The first step in writing a winning scholarship essay is to follow directions. Many students fail to follow these simple rules and you don’t want to give the scholarship committee a negative impression, telling them that you can't or won't follow instructions.
A great way to begin writing a scholarship essay is to brainstorm. The essay should captivate the readers and make them care about you. Remember the purpose of these essays is to see how well you can express yourself in words that will allow the donor or committee to get to know you. They see this as a window into the hearts and minds of the applicants.
Research the Requirements
Read the scholarship requirements before starting your essay. Some may ask for a specific topic, for example, your ethnicity or field of study. Always address any questions asked in the donor’s criteria.
Who are You?
Other types of questions asked on scholarship essays have to do with personality traits or unique circumstances, community and school involvement, and your dreams or goals. For example, if you say that one of your best qualities is leadership, give an example where you demonstrated leadership. Similarly, a question about community service should not be answered with a vague "I like helping others and feel that it is important", but should also include specific examples where you have helped others. Also, be specific about any hardships you have encountered during your life. This makes you unique.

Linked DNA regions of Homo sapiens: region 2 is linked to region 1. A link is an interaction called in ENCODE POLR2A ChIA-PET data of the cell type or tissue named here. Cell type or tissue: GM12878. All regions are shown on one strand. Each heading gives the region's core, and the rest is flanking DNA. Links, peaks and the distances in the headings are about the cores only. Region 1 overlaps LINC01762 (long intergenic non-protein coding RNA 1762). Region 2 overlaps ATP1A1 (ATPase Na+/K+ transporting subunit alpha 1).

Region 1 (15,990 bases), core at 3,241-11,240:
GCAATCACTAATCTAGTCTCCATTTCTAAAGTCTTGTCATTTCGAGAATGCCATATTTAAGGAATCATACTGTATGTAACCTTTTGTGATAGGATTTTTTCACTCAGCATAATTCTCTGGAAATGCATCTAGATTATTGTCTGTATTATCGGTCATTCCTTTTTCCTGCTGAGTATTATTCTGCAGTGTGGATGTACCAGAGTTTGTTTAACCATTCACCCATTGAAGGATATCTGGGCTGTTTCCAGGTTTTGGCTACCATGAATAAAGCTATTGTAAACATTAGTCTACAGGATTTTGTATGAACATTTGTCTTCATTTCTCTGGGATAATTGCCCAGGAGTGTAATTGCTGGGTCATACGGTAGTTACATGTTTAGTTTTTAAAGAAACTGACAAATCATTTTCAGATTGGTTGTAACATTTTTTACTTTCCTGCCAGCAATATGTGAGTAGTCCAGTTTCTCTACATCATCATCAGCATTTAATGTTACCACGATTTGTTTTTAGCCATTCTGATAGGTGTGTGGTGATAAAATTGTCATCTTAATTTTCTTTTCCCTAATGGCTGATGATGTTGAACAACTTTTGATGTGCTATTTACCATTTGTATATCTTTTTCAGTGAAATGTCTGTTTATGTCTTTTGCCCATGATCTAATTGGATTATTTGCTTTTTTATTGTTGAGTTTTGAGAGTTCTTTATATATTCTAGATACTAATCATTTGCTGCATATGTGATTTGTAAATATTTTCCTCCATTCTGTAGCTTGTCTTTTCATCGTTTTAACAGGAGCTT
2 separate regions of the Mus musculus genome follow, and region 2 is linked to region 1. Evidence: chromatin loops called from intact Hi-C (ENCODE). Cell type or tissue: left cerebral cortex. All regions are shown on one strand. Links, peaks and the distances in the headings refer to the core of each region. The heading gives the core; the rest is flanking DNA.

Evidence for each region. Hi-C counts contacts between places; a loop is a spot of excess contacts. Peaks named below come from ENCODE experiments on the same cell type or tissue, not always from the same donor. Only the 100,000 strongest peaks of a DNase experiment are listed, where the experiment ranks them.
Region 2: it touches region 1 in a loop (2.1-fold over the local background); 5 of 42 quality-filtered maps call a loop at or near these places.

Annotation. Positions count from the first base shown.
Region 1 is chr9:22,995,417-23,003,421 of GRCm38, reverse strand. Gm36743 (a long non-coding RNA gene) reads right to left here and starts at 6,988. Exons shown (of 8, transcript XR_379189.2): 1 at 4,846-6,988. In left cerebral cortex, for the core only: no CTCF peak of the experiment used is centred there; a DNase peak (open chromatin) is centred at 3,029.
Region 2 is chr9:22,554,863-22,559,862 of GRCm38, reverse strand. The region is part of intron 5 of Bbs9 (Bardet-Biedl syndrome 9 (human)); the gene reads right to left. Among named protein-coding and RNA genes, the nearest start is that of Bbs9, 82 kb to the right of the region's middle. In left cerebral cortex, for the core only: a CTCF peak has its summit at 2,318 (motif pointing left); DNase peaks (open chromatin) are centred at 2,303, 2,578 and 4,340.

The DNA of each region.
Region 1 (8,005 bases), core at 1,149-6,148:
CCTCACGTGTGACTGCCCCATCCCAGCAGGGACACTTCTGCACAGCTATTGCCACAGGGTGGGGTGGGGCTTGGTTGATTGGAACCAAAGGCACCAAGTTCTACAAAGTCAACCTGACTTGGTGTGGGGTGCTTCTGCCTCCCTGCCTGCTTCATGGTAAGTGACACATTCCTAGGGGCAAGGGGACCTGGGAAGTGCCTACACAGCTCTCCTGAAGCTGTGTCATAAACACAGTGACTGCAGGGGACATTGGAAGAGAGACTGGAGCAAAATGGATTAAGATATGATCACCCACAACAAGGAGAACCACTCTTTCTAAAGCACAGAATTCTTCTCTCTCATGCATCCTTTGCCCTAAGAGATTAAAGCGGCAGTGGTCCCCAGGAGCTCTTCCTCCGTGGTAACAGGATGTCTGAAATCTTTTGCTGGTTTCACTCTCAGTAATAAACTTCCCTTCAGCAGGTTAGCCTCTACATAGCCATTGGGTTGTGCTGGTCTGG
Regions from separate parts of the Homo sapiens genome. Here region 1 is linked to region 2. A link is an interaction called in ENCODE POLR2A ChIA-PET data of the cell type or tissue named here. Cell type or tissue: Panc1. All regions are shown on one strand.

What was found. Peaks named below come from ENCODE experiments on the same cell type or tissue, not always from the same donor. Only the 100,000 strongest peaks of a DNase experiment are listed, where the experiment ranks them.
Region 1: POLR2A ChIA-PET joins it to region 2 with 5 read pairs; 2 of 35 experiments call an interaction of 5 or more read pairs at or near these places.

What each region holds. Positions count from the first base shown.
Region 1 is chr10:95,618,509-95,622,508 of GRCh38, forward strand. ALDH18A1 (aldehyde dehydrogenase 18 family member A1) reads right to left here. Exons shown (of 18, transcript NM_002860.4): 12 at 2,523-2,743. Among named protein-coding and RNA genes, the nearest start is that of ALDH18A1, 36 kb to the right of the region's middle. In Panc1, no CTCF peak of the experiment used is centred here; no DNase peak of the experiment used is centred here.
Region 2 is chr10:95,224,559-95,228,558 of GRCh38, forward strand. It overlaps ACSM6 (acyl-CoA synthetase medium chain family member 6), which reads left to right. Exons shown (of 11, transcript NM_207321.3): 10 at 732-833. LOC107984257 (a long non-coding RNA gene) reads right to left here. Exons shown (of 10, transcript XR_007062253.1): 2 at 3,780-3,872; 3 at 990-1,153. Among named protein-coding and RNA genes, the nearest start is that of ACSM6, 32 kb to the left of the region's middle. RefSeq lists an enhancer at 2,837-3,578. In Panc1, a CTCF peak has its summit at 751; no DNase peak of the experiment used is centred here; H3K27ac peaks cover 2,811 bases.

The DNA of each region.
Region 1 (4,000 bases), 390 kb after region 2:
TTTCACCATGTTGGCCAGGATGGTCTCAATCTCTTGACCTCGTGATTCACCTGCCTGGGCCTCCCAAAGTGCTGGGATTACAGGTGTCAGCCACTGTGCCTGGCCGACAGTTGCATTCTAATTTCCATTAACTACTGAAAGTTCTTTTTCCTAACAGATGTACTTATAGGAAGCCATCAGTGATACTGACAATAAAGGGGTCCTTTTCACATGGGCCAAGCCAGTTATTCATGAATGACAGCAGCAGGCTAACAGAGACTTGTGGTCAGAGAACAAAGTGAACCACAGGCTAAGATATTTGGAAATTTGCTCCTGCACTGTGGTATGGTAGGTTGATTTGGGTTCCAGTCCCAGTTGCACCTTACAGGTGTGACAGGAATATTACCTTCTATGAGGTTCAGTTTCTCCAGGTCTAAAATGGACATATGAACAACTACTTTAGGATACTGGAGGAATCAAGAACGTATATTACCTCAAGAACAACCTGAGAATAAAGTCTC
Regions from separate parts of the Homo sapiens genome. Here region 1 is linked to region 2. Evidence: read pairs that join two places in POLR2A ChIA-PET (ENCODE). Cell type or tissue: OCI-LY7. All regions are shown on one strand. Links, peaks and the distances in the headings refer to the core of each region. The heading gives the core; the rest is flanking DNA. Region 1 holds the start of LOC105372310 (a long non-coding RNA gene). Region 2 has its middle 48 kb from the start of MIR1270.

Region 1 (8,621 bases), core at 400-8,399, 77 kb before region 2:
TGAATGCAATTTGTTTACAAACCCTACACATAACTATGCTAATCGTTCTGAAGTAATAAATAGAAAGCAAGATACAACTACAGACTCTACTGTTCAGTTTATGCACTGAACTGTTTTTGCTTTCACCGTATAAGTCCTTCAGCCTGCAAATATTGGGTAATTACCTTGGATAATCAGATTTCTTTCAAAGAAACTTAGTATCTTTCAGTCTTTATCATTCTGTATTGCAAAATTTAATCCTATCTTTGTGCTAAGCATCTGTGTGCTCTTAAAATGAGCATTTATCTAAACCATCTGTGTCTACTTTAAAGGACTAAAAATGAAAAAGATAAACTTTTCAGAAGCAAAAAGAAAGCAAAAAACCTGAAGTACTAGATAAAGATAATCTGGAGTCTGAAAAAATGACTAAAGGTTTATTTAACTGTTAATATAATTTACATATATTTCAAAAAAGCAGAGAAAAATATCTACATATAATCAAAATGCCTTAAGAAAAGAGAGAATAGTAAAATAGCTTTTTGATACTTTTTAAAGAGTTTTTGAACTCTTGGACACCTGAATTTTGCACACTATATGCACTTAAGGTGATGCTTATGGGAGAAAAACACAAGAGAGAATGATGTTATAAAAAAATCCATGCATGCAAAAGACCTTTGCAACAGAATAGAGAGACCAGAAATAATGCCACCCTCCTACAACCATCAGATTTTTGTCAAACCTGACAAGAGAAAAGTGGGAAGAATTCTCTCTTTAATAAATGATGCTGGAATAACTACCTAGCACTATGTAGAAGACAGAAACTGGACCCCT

Outline your Ideas
Next, create an outline. An outline is like a roadmap that allows the writer to know where he/she is going. Too many application essays are written without structure, jumping from point to point and rambling on without connecting one thought to another.
After you finish your outline, it is important to draft your essay. The first draft can be rough but it is important to get your ideas on to paper. Be sure to follow the outline you created as you write your draft.
Proofread, Proofread, Proofread
Some simple mistakes made in writing scholarship essays are spelling, punctuation, and grammar. A scholarship essay should never be submitted without proofreading several times. Ask a friend or a tutor to read the essay out loud. Often students write fragments instead of whole sentences. Reading the essay out loud will catch this type of mistake. Go through the essay searching for repetition of words. Use a thesaurus to replace words that are repetitive. Find words that mean the same but are different.
Contact the Writing and Reading Center for help
The Writing and Reading Center (WRC) is open Mondays-Thursdays 8am-7pm, Fridays 8am-2pm, and Saturdays 9am-3pm. Please call us at 559-442-8052 or email us at firstname.lastname@example.org to make an appointment or you can do a walk in session. It always helps to have someone else go through your paper with you.
Following these steps may take some extra time but remember:
Time spent equals money earned!